Police admit mistake, drop shoplifting case against Lucky Whitehead

- It seems Lucky Whitehead was telling the truth. He was not arrested for shoplifting in Virginia.

Police in Prince William County, Va. dropped the case against Whitehead on Tuesday and apologized to the former Dallas Cowboys player.

According to a statement from the police department, the man who was arrested for stealing about $40 worth of food and drinks from a convenience store on June 22 did not have an ID on him. He gave the arresting officers Whitehead’s name, date of birth and social security number.

“Officers then checked this information through the Virginia Department of Motor Vehicles (DMV) database. The DMV photo on file was then used to compare to the man who was in custody. Officers acted in good faith that, at the time, the man in custody was the same man matching the information provided,” Prince William County Police said.

TMZ reports police have since reviewed surveillance video of the incident and confirmed it was not Whitehead.

“At this point, the police department is also confident in confirming that Mr. Whitehead's identity was falsely provided to police during the investigation,” police said. “The police department regrets the impact these events had on Mr. Whitehead and his family."

The Cowboys cut Whitehead from the team Monday after the news of the case broke. He was charged with larceny and a warrant was issued for his arrest because court records showed he did not show up for a July 6 court appearance.

Whitehead ducked reporters Monday afternoon and said he didn't know what was going on. The third-year wide receiver said he didn’t know who was arrested and claimed he was in Dallas the morning of the crime.

During a three-minute news conference Tuesday afternoon, Head Coach Jerry Jones refused to admit the Cowboys mishandled the mess.

In a phone interview Tuesday, Whitehead said he was blindsided.

“There’s not much I can do at this point. Like I said, I told them that it wasn’t true and no one had my back,” he said.

Whitehead said he learned about the accusations while he was on the practice field. Less than two hours later he was cut. He said he didn’t really get time to clear his name.

“Shoplifting… seriously? And under $40 from a convenience store? Come on,” he said.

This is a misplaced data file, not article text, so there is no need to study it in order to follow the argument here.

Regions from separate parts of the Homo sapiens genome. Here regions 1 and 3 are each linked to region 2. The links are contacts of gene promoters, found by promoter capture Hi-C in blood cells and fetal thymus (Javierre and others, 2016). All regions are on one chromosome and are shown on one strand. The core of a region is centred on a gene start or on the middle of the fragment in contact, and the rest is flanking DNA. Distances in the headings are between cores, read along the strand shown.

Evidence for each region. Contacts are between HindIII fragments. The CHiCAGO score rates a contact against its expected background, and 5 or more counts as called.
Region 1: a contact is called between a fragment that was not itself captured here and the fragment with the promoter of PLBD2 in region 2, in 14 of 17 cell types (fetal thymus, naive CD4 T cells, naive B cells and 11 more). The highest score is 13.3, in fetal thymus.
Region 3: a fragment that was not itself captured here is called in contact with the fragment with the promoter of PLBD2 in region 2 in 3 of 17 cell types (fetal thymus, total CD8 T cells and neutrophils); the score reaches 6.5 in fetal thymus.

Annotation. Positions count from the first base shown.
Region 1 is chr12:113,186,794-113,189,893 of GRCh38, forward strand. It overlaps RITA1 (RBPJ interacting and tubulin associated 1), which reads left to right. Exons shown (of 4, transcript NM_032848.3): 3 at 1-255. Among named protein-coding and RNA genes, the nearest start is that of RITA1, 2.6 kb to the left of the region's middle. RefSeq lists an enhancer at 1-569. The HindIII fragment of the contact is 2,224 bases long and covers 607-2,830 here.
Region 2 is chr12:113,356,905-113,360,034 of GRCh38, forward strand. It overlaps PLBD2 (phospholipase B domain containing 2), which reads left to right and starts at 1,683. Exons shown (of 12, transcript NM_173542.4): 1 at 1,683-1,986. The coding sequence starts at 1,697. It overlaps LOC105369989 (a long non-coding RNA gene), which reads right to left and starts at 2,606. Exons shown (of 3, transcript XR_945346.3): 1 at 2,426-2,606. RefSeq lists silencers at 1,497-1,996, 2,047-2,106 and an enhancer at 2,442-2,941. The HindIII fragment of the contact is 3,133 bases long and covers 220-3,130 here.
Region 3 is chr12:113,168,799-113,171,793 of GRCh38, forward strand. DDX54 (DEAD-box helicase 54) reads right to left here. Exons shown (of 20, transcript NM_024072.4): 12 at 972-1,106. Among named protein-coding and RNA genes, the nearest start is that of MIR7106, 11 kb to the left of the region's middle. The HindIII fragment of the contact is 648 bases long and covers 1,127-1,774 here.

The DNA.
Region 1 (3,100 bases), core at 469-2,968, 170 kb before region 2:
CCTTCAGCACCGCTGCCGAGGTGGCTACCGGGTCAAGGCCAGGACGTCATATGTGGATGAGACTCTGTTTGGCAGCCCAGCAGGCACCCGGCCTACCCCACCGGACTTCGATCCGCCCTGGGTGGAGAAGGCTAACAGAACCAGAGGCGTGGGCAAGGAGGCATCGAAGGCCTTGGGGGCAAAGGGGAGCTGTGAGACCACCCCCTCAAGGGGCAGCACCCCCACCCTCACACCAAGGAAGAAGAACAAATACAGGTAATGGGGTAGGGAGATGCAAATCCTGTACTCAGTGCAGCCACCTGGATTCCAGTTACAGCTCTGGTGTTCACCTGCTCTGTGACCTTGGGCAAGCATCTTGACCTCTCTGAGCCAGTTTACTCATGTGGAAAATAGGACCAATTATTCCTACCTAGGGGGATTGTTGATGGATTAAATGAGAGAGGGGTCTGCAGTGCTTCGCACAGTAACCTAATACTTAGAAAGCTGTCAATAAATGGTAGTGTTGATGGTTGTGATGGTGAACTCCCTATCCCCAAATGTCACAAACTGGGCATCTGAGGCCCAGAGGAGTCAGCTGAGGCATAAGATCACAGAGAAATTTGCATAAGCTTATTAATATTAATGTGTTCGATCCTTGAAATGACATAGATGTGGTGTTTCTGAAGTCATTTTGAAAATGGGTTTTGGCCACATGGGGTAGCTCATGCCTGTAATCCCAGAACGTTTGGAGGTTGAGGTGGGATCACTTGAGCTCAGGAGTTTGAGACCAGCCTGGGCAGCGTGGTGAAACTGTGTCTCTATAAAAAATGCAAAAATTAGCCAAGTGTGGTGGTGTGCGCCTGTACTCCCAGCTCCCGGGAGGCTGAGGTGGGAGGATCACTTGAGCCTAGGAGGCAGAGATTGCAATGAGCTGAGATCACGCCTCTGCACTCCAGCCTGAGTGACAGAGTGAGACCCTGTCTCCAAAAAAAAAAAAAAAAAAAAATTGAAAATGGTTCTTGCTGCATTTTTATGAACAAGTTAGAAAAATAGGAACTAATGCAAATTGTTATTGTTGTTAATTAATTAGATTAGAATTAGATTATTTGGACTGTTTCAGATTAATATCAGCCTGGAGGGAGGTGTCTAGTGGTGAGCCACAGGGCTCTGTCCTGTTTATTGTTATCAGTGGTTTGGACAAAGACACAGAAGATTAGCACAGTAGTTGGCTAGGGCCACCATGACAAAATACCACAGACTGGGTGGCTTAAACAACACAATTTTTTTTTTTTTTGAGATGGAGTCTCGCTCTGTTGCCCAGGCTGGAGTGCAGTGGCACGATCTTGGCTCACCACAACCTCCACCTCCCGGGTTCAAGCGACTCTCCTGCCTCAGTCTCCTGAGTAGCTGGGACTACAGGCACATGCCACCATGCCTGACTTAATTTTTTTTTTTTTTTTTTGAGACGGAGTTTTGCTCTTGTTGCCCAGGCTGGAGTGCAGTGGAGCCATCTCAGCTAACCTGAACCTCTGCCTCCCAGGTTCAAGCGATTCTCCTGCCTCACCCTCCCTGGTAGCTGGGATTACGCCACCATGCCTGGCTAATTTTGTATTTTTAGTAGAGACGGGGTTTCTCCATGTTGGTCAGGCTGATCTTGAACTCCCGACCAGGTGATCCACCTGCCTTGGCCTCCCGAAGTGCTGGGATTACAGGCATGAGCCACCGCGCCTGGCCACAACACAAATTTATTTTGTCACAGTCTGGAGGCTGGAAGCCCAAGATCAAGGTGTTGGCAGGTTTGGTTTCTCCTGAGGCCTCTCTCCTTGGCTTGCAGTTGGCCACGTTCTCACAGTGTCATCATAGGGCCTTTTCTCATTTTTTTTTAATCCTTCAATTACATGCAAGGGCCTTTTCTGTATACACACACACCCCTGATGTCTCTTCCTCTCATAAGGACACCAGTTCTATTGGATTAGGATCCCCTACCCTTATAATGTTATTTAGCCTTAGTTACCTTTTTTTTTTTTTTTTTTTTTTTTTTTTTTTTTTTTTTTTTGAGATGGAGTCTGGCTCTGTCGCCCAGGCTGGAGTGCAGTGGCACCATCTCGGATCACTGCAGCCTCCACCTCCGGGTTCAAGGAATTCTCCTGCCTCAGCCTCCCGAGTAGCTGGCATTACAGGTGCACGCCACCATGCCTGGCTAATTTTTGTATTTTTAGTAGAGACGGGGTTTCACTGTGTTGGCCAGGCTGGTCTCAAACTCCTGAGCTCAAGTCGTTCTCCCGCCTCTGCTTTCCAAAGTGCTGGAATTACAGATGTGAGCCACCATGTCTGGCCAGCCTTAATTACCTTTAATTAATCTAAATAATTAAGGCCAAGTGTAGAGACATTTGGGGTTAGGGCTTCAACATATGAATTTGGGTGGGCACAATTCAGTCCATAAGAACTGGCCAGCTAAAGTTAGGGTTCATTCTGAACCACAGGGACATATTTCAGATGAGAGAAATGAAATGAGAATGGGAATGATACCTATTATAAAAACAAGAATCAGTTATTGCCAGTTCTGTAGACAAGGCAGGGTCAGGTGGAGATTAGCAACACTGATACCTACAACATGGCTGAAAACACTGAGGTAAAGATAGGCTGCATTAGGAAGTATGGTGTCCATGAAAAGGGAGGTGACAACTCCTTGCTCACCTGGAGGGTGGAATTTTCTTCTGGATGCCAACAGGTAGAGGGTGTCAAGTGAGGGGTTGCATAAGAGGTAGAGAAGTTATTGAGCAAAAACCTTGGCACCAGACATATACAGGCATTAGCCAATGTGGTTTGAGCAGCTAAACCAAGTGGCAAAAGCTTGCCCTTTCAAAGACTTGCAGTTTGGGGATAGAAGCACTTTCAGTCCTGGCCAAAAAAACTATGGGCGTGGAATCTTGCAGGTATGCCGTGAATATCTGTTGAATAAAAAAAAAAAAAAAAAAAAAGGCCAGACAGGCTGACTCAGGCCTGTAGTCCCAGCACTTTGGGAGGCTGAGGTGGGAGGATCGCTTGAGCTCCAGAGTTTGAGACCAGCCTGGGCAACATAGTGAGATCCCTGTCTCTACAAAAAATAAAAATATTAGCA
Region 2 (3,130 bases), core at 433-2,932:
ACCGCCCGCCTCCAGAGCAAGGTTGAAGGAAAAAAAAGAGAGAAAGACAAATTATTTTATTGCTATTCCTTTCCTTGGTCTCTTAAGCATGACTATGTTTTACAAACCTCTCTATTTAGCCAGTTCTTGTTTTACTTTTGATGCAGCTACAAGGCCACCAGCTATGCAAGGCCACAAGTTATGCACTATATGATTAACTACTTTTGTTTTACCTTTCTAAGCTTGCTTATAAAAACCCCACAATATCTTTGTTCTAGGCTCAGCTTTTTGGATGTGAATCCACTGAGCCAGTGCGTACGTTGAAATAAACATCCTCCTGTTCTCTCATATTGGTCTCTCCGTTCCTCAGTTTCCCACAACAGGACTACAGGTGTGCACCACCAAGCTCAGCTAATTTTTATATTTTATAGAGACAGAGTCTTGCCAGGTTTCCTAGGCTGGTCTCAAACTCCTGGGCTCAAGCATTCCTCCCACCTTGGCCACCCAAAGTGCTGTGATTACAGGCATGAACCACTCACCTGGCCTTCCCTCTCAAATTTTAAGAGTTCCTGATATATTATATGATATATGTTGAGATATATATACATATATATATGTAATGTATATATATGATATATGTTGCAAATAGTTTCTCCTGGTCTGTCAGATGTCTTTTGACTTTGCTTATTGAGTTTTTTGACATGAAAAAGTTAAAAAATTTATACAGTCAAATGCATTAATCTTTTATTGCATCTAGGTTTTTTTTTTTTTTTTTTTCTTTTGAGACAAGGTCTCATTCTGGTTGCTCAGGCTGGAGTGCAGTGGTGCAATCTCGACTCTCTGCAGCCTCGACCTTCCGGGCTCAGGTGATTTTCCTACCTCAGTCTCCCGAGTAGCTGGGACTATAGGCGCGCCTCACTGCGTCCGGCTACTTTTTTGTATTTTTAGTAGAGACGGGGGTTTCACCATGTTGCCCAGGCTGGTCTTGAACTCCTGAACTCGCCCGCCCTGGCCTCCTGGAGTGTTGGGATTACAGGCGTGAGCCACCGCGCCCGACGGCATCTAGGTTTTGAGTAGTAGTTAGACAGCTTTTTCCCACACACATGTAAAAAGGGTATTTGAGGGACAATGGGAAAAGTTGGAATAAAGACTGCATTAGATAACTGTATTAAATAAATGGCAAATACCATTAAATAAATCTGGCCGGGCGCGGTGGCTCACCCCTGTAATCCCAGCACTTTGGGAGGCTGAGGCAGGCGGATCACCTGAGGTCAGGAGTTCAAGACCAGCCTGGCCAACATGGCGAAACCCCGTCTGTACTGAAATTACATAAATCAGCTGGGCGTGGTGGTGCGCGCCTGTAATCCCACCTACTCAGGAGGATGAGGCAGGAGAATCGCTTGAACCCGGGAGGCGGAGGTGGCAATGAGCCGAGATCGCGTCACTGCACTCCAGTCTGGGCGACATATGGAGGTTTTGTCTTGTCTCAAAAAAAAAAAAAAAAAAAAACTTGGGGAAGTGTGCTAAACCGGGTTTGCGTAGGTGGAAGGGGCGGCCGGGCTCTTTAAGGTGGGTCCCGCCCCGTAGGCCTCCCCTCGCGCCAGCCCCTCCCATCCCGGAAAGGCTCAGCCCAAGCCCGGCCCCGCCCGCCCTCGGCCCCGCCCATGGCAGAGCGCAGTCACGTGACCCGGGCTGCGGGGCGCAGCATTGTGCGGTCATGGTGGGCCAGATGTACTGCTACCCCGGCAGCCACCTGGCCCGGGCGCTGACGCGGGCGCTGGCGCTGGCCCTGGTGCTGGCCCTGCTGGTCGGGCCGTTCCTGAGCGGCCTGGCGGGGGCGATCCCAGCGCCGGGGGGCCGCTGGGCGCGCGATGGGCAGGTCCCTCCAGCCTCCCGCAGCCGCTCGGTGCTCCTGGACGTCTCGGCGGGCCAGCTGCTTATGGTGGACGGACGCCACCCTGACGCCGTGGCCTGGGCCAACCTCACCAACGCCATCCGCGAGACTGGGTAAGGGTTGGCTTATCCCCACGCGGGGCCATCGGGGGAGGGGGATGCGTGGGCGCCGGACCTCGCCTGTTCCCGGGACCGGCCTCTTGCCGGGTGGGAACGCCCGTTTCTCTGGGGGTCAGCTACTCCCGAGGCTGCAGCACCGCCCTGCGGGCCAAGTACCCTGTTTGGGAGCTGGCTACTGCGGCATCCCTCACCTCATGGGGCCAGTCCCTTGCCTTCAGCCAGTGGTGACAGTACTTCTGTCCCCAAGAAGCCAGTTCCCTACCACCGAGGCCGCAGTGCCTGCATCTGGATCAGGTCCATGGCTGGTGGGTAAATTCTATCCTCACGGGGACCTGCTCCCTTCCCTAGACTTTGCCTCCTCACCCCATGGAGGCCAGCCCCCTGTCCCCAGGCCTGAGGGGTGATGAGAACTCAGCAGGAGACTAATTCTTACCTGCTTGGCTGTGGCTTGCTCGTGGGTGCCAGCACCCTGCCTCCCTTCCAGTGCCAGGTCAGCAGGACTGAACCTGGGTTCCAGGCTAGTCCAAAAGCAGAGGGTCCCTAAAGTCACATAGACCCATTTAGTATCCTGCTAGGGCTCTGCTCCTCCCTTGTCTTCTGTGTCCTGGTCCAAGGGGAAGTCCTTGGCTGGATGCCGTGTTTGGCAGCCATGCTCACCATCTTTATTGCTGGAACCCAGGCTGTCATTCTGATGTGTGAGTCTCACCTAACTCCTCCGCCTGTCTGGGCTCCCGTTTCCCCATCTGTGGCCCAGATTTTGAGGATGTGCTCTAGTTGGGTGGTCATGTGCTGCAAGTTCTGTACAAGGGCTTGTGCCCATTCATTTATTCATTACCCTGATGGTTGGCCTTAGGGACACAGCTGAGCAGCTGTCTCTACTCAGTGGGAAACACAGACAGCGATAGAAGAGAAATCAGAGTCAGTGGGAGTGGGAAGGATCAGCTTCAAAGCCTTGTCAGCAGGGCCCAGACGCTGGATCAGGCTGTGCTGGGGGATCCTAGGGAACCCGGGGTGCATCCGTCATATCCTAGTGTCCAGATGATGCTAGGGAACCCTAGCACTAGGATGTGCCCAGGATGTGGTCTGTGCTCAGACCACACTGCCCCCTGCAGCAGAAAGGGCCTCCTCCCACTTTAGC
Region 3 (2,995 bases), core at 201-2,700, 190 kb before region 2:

He said he has plenty of questions about the case of mistaken identity but he has people working with him to get to the bottom of it. He plans to talk to his agent and lawyers about possible legal action.

Whitehead would not comment on whether he’d go back to the Cowboys if invited. He said if the team was trying to make an example of him it was a bad example.

“Whatever point they were trying to make, I guess they thought they made it. But like I said, I didn’t do this stuff I was accused of,” he said. “I wasn’t perfect. I’ve been late to a meeting. But as far as legally getting in trouble…  no. It gave them an opportunity and they took it.”

He's still optimistic about his future with the NFL.

“How everything went down, it’s not the end of me,” he said. “I just want to get back playing football.” 

Whitehead's cut came after two Dallas defensive players were arrested during the offseason. But Cowboy’s executive vice president of personnel Stephen Jones had previously said the team’s decision was an accumulation of incidents, without providing specifics.

"I don't think it's anything to do with anybody else," Jones said. "We feel like we've given Lucky a lot of different chances along the way going back to last year and I think just decided it was time to go in a different direction."

Whitehead was late to a Saturday walkthrough before a game at the New York Giants last December, and head coach Jason Garrett told him not to join the team flight. He was also involved in a car accident that Garrett learned about through media reports last year.

Garrett previously said any case of mistaken identity was beside the point for the Cowboys.

"In handling the situation and evaluating with the authorities there and in talking to him, we just didn't feel like it's in the best interest of the Cowboys to have him with us," Garrett said before news of Whitehead being wrongfully charged came to light.

Just a week ago Whitehead reported his pit bull was stolen from his home in Addison and held for ransom. A Fort Worth rapper named Boogotti Kasino returned the dog that he said he bought from a woman.

Police in Addison are still investigating that incident. Police in Virginia are also looking for the real shoplifter.

The Associated Press contributed to this report.

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